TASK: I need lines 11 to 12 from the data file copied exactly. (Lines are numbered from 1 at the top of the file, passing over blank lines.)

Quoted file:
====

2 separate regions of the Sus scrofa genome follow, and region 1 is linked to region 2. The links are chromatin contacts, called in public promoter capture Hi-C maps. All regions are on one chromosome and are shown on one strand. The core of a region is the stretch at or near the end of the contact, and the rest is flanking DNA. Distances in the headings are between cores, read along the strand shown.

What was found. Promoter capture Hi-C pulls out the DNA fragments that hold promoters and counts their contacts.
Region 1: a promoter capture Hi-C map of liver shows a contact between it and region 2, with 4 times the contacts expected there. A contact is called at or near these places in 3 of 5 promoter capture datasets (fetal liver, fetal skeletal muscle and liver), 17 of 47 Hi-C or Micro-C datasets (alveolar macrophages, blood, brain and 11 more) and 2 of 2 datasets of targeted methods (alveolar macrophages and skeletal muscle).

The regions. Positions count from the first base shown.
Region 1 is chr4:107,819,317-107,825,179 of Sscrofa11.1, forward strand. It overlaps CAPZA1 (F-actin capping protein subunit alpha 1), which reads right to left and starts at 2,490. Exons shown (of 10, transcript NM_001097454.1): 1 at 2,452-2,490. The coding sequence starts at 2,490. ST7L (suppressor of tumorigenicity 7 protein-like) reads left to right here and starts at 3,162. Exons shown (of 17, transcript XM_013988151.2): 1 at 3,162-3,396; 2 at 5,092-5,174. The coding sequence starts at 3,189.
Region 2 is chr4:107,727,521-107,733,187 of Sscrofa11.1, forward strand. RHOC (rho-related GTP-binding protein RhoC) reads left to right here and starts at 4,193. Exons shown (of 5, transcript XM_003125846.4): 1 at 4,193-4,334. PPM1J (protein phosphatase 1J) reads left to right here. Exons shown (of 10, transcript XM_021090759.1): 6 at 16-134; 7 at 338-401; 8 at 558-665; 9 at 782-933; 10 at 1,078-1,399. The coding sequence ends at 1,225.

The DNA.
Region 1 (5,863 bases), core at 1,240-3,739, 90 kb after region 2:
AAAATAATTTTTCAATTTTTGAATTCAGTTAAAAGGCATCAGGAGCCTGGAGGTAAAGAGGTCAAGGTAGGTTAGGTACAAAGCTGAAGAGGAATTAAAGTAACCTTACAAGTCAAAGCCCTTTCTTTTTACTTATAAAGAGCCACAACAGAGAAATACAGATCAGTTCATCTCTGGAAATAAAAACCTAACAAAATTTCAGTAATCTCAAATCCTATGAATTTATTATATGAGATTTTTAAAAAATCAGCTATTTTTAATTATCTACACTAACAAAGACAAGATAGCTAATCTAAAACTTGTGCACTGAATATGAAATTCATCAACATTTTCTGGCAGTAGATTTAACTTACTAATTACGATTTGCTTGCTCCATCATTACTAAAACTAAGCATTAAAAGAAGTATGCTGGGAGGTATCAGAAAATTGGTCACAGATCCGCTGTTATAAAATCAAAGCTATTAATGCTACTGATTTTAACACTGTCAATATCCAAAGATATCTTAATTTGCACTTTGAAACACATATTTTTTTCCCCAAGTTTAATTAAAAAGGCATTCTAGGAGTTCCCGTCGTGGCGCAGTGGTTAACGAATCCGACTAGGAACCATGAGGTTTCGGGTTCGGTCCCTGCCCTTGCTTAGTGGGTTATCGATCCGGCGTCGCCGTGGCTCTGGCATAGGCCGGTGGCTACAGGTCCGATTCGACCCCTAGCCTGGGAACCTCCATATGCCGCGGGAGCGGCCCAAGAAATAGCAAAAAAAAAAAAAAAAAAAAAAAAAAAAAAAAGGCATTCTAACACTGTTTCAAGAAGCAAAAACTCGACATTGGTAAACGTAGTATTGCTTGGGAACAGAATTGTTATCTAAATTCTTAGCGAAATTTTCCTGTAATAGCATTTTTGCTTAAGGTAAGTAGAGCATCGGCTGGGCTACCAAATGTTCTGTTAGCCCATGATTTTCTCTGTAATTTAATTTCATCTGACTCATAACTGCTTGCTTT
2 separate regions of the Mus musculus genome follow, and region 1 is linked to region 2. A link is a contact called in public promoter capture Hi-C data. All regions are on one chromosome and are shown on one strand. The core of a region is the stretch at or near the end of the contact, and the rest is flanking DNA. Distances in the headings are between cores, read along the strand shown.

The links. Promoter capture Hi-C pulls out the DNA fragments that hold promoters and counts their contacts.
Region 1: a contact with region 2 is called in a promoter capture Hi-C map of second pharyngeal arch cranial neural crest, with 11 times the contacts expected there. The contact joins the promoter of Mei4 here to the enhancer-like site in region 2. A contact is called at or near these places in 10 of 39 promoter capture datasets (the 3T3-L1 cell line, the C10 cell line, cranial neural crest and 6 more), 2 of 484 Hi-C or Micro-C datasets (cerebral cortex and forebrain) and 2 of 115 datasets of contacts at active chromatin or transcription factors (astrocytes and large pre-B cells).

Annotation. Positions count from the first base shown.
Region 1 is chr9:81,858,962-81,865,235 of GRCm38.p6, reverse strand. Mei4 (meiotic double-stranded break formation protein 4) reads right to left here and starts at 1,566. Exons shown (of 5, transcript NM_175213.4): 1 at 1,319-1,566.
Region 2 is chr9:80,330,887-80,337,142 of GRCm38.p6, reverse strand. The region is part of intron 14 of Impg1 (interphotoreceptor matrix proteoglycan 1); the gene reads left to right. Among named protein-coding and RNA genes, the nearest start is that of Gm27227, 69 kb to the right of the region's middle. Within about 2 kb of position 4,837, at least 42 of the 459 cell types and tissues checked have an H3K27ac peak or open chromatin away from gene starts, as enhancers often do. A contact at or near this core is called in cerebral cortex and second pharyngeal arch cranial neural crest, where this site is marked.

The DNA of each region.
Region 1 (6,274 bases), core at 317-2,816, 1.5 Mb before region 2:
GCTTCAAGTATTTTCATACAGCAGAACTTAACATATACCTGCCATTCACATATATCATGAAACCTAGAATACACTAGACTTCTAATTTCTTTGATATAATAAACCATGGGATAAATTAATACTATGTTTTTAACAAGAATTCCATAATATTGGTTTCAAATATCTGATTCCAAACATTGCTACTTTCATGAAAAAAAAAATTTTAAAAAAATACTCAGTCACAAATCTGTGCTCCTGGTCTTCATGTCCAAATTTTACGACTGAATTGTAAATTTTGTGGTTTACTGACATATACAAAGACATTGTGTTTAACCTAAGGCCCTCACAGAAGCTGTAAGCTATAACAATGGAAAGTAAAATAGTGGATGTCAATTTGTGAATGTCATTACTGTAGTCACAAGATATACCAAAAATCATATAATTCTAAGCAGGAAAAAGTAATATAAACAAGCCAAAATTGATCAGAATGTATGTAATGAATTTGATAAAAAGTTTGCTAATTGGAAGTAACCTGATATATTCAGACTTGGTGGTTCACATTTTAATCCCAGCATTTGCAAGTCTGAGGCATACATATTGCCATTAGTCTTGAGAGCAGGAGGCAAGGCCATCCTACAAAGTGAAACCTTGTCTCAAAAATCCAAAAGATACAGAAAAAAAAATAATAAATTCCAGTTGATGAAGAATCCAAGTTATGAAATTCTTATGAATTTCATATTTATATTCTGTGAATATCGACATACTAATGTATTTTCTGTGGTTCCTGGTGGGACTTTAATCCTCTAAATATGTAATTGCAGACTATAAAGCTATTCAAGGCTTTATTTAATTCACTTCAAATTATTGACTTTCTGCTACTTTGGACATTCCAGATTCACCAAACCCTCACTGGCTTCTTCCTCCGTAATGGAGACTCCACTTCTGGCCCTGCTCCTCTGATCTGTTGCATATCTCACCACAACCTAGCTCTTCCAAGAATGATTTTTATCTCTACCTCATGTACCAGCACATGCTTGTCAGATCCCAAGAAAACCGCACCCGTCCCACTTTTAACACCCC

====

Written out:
The links. Promoter capture Hi-C pulls out the DNA fragments that hold promoters and counts their contacts.
Region 1: a contact with region 2 is called in a promoter capture Hi-C map of second pharyngeal arch cranial neural crest, with 11 times the contacts expected there. The contact joins the promoter of Mei4 here to the enhancer-like site in region 2. A contact is called at or near these places in 10 of 39 promoter capture datasets (the 3T3-L1 cell line, the C10 cell line, cranial neural crest and 6 more), 2 of 484 Hi-C or Micro-C datasets (cerebral cortex and forebrain) and 2 of 115 datasets of contacts at active chromatin or transcription factors (astrocytes and large pre-B cells).